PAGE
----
The Golden Age of DC ComicsProf. Denning:  As the President and Publisher of DC Comics for eight years you have a unique perspective on the industry, are there any recent developments/trends in the comic book industry that you’ve noticed?  Where do you think comics and graphic novels are headed given that so many beloved characters are being brought to life on the big screen (i.e. The Amazing Spider-man, Man of Steel, Thor: The Dark World)?
Prof. Levitz: The movies bring a lot of fresh capital to the comics field and its creators, but it’s much more interesting to me to watch the explosion of new subjects and genres that are being explored in graphic novels.  In Japan, the manga market is about a third of their publishing industry, compared to the 2% of ours that is comics-driven.  The wide range of subjects for manga is part of that, and I’m hopeful that as our subject range continues to increase, so will our share of publishing.

Prof. Denning:  If a student is interested in the comic book industry, what is the best way to break in?  Should they be attending Comic Con?

Prof. Levitz: Comic conventions are great places to learn about the field, and you don’t have to start with the giant shows.  Smaller events like MoCCA Fest, here in New York, or Comic Art Brooklyn, are great ways to get a taste of the avant garde of comics…and full of young people with so much in common with our students.  The energy is amazing.   And another approach is simply to hit a great comic shop, and start talking to the folks behind the counter.  Even more than indie bookstores, comic shops tend to have passionate fans of the field working there.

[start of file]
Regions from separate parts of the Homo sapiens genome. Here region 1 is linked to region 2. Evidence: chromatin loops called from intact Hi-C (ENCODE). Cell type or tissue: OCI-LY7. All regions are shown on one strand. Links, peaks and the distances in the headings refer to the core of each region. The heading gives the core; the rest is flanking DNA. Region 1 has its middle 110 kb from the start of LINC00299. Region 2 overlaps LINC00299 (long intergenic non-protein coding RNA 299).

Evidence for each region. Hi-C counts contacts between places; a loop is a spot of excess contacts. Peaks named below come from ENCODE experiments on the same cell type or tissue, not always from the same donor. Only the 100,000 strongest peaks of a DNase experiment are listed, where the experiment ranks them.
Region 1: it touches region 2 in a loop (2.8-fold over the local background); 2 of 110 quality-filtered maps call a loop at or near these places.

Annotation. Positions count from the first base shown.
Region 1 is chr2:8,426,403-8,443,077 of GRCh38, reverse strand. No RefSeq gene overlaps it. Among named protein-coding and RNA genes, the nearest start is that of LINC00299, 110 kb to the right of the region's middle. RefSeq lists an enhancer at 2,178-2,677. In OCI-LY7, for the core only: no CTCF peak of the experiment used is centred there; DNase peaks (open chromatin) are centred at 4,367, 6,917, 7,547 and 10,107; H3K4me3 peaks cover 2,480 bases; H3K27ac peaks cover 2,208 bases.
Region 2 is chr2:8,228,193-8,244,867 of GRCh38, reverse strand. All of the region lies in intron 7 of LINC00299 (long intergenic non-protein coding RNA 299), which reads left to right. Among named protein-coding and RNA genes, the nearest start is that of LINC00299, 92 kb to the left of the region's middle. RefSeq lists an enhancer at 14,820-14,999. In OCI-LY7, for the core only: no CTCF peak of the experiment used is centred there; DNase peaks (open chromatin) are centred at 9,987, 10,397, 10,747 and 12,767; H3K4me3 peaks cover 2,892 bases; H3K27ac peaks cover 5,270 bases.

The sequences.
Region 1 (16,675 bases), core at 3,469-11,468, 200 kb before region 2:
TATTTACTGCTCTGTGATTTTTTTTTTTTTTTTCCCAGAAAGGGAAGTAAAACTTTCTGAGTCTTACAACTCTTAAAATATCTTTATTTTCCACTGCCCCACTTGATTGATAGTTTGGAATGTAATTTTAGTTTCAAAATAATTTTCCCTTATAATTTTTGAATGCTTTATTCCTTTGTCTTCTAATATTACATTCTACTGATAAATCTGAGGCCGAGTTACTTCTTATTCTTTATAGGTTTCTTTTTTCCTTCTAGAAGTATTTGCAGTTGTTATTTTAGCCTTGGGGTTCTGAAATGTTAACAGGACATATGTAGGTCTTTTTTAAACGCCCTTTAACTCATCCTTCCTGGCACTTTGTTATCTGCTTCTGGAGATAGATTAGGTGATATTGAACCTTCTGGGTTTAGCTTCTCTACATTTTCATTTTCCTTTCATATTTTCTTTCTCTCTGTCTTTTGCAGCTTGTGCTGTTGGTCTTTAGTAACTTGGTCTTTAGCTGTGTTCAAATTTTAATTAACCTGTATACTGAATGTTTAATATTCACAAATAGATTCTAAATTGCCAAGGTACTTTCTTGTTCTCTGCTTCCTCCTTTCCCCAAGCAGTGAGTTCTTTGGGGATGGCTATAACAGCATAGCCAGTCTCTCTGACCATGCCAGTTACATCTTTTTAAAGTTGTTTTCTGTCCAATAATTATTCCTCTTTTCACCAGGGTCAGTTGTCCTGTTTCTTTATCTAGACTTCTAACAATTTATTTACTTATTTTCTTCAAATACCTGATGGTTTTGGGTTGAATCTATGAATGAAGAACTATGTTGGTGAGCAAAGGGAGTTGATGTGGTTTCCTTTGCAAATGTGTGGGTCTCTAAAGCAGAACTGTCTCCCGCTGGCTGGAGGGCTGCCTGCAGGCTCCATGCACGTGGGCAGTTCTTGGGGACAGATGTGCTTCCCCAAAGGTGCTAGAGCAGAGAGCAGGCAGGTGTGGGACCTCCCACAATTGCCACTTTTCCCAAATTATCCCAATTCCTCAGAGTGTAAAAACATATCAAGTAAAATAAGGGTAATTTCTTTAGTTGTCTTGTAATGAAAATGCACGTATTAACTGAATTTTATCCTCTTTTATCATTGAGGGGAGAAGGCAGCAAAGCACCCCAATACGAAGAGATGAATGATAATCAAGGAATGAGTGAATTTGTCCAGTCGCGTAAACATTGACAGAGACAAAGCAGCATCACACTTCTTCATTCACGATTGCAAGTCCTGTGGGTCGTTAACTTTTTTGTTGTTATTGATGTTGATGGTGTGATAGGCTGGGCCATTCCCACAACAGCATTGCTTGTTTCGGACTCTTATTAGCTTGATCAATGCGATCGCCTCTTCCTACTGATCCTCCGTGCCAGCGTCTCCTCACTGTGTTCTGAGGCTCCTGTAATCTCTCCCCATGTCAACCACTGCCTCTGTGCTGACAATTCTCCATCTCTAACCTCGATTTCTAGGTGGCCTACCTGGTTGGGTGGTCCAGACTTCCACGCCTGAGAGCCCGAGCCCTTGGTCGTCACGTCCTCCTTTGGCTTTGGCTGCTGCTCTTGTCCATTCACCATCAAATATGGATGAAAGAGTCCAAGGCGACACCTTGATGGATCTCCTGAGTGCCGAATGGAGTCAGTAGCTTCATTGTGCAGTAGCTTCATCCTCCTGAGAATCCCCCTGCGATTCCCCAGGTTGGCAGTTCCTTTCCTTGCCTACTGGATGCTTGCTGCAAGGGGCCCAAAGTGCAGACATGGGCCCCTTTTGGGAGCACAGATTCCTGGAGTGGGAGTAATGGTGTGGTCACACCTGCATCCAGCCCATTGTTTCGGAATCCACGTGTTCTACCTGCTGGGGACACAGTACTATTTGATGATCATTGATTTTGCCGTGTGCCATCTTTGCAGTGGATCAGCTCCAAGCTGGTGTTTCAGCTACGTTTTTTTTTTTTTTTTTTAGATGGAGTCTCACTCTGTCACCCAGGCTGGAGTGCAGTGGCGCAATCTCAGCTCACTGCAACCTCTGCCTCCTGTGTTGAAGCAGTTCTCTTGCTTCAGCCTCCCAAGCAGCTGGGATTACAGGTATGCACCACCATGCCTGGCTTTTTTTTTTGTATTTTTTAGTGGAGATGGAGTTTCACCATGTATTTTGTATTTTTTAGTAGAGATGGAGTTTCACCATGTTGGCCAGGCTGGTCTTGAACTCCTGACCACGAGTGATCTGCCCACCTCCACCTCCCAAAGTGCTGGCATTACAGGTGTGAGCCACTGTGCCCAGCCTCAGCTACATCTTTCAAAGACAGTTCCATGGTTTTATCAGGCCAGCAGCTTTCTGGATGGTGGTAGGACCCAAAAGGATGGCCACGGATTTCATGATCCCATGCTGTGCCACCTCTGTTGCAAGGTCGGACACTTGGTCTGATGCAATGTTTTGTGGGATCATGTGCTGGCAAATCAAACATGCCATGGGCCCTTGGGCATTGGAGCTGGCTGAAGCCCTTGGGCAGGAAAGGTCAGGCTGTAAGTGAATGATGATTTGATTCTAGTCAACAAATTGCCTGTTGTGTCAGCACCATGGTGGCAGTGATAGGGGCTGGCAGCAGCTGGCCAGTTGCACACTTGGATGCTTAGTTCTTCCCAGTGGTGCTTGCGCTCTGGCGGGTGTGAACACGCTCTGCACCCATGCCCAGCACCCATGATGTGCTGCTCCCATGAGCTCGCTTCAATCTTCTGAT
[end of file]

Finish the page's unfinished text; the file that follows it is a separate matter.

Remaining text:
Prof. Denning:  As our students gear up to enter the workforce, what sort of skills should they really develop while in the program so they can embark upon a successful career in publishing, whether in editorial, marketing, sales, or production or any other aspect of the business?

World's FinestProf. Levitz: Learn all the technical skills they can: photoshop, in design, programs for e-book creation, and enough accounting for self-defense.  Use your social media time to see how publishers and authors function in that space, and think about how it can be done better—so many of our students’ first jobs are social media-related now.  Learn how publishing companies think: that’s one of the virtues of having professors who have functioned in the industry.  Develop the habits of a publishing person: don’t browse looking for books you like, stalk a bookstore for knowledge, paying attention to which companies are publishing which titles, what seems to be selling, and watch how people make their selections.   And develop networking skills: the people you meet in this program will include folks whose career paths will intertwine with yours.